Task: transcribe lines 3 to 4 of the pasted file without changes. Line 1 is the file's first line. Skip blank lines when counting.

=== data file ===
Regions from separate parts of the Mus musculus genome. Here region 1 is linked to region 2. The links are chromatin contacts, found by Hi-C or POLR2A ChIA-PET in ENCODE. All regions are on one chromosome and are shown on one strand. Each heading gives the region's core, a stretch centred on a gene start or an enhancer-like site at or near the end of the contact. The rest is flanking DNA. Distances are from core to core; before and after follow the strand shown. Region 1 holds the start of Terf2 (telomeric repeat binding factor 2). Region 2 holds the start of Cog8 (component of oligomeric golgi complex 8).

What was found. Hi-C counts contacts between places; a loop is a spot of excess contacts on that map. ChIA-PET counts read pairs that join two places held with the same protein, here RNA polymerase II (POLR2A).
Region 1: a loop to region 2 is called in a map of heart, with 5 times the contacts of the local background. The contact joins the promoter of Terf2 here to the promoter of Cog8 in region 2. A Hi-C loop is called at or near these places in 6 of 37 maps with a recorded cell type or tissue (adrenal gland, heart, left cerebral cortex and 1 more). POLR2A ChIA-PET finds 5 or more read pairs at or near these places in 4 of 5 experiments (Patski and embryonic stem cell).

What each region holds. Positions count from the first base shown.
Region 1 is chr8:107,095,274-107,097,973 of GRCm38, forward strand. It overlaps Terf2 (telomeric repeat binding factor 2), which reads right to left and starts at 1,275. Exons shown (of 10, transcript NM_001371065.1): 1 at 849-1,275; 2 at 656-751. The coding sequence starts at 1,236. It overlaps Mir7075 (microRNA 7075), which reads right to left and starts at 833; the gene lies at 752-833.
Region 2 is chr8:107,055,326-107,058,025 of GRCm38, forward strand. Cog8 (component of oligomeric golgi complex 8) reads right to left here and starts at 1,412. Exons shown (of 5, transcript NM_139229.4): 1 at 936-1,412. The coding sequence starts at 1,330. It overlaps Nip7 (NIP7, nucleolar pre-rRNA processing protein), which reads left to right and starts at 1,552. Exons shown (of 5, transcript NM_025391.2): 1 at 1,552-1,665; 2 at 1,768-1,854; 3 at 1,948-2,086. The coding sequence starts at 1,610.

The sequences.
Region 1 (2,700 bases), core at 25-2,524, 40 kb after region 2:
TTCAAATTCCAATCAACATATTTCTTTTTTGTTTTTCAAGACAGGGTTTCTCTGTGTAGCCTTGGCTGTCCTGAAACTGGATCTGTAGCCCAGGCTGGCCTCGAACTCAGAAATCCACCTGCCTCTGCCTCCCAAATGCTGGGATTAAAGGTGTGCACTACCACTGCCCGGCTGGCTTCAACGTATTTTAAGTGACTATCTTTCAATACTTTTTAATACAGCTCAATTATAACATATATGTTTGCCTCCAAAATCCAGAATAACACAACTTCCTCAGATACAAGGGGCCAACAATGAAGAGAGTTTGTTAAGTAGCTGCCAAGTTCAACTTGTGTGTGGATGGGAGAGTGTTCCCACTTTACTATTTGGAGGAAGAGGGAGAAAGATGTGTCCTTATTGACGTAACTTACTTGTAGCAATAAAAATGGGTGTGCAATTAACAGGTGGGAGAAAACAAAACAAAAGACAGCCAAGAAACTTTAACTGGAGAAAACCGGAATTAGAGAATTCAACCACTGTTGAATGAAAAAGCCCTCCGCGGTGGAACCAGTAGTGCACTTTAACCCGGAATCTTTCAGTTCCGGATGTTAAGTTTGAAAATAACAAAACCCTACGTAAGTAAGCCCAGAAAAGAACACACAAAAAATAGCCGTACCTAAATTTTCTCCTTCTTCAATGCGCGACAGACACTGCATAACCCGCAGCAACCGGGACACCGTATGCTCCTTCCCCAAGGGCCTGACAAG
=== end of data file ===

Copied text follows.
Region 1: a loop to region 2 is called in a map of heart, with 5 times the contacts of the local background. The contact joins the promoter of Terf2 here to the promoter of Cog8 in region 2. A Hi-C loop is called at or near these places in 6 of 37 maps with a recorded cell type or tissue (adrenal gland, heart, left cerebral cortex and 1 more). POLR2A ChIA-PET finds 5 or more read pairs at or near these places in 4 of 5 experiments (Patski and embryonic stem cell).

What each region holds. Positions count from the first base shown.